16,003,417 members
See more:
Is it possible to predict the execution time for a method or block of code ?
Posted
Sergey Alexandrovich Kryukov 21-Dec-15 10:45am
Generally not. Only in some special cases. But this is an interesting question, my 5.
—SA

Solution 1

On Windows, no. Windows is not a real-time operating system and is a shared system that does preemptive multitasking. You have no way of knowing how long it's going to be before Windows puts your thread back into execution and you have no way of knowing how long the thread is going to be allowed to execute. This makes it impossible to know ahead of time how long any piece of code is going to take to execute.

Why would you want to?

v2
RhishikeshLathe 21-Dec-15 10:02am
Sergey Alexandrovich Kryukov 21-Dec-15 10:45am
That's not all. Please see Solution 2.
Really appreciate good "a curiosity" questions. :-)
—SA
Sergey Alexandrovich Kryukov 21-Dec-15 10:44am

You could give a much stronger statement. In general case, such prediction is theoretically impossible at all, it means — even on the systems with perfectly deterministic timing.

—SA
Dave Kreskowiak 21-Dec-15 13:08pm
I craft answers in the time I have allowed, which ain't much now-a-days.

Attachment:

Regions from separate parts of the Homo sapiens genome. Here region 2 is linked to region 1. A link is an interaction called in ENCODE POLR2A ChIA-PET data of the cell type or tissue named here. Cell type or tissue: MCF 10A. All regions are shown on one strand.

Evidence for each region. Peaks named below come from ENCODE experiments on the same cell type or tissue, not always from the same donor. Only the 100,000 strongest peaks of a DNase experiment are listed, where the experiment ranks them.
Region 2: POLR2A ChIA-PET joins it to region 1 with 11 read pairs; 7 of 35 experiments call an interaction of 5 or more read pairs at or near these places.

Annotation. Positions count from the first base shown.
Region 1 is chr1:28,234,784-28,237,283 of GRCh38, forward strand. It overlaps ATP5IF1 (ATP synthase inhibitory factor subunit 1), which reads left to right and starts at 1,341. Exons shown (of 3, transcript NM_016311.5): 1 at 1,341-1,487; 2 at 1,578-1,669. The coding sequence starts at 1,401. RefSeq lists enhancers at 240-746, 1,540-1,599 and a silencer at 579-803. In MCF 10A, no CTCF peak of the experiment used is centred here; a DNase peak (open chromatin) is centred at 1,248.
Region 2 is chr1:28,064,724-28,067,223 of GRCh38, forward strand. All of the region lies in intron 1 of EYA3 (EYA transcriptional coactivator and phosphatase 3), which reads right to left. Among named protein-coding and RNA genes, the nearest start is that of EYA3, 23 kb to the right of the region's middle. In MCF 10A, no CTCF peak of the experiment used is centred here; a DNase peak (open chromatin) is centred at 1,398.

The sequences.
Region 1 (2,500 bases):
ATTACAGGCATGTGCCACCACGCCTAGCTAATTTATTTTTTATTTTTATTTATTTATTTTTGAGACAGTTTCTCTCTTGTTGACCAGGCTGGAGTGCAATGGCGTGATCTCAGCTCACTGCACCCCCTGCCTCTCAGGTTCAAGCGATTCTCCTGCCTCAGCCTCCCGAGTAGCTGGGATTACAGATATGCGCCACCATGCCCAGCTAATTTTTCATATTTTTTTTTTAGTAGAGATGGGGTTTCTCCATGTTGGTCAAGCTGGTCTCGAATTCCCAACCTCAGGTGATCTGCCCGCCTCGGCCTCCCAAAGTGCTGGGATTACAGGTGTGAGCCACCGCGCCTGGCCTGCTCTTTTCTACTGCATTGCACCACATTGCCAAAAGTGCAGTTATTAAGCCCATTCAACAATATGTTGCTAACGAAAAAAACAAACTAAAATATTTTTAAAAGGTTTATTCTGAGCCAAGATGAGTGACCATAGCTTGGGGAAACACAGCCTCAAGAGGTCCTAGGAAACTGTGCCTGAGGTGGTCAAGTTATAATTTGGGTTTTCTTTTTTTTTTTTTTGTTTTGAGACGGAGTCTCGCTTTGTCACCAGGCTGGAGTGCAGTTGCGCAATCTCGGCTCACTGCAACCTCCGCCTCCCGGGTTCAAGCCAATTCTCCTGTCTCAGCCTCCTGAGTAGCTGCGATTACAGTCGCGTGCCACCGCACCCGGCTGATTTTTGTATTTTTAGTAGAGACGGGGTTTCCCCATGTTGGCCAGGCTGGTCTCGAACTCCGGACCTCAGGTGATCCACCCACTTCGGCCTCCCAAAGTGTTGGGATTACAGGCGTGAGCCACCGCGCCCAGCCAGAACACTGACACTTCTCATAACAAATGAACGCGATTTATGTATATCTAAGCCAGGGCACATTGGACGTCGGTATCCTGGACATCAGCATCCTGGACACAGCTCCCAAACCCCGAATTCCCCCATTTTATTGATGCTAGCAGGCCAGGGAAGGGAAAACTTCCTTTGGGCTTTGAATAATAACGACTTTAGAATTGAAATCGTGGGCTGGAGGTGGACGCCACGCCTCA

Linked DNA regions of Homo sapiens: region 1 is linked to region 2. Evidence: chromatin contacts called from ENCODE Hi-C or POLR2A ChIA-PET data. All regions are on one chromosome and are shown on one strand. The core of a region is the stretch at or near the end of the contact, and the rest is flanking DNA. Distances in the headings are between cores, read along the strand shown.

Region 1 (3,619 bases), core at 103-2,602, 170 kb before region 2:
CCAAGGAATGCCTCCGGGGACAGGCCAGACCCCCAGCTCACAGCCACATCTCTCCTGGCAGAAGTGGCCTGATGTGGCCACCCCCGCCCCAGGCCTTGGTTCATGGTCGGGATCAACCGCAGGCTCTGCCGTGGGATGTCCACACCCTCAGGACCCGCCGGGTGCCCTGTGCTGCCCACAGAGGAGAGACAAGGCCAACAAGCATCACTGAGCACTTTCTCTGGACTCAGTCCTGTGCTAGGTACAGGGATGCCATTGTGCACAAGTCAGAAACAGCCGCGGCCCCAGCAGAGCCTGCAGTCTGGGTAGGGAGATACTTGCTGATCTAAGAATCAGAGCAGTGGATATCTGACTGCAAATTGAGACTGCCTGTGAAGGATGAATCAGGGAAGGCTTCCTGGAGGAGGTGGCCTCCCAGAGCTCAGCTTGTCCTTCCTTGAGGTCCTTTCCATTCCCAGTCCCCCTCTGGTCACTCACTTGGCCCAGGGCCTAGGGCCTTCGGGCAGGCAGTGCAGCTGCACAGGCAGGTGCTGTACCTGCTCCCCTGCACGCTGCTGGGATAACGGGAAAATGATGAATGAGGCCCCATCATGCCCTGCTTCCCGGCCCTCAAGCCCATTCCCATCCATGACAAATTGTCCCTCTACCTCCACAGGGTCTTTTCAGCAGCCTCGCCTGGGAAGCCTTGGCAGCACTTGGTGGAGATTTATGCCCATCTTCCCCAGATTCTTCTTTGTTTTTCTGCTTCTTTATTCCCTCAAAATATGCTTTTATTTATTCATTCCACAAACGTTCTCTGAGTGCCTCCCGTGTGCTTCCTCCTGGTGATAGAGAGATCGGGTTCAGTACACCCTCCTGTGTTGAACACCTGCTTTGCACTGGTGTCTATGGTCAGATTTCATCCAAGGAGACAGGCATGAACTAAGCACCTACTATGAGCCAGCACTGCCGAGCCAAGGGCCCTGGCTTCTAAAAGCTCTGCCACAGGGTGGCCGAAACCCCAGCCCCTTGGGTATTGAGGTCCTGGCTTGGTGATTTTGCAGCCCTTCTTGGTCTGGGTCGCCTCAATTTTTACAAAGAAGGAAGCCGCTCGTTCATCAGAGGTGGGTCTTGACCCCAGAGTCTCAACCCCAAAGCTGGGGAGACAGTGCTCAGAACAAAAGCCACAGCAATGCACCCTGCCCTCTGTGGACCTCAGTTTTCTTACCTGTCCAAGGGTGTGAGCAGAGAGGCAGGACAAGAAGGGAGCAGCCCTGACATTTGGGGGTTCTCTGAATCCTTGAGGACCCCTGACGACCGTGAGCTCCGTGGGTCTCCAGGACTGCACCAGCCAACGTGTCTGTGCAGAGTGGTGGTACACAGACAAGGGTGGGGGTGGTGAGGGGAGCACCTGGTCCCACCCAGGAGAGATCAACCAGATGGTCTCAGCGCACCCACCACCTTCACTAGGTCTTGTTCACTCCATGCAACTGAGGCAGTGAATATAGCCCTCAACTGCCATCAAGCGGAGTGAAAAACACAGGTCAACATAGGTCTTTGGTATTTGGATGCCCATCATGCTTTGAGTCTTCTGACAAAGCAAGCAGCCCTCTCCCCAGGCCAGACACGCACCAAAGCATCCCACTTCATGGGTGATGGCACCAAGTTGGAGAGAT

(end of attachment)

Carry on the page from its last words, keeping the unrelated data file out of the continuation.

Solution 2

In general case, such prediction is theoretically impossible. I mean, it is impossible even for the systems where the timing of every logically deterministic sample is totally deterministic, such as in the case of single-thread single-process system with known timing of each CPU instruction (in CPU cycles) and CPU cycle frequency.

So, in such systems, you can perfectly predict timing in special (simple) cases. But why not in general case? Because of conditional operators and, generally, instruction-flow control statements, such as "if". Well, with such statements, timing prediction can also be possible in special (simple) cases. But, again, why not in general case?

Because even the logical behavior cannot be predicted in general case. I can proof it mathematically, based on another mathematically proven statement, that the halting problem is unsolvable. The generalized statement is known as Rice's theorem. Please see:
https://en.wikipedia.org/wiki/Halting_problem#Sketch_of_proof[^],
https://en.wikipedia.org/wiki/Rice%27s_theorem[^].

I could prove my point on the `Rice's theorem`, but for simplicity, it's enough to use its special case, the fact that halting problem is not solvable. In general case, you cannot even predict if some not so trivial algorithm will ever halt the execution. That means, you can expect that the program will execute for some, usually long, time, and eventually halt, or will never stop.

Apparently, if you don't even know from the algorithm that the time is infinite of finite, it means you cannot predict the time. :-)

[EDIT]

Can we face or build an algorithm which always halts, but timing is finite but still theoretically unpredictable? Yes, with Rice's theorem. If some your property value is not deterministic, you can write something like `if (myProperty) LongMethod() else QuickMethod()`.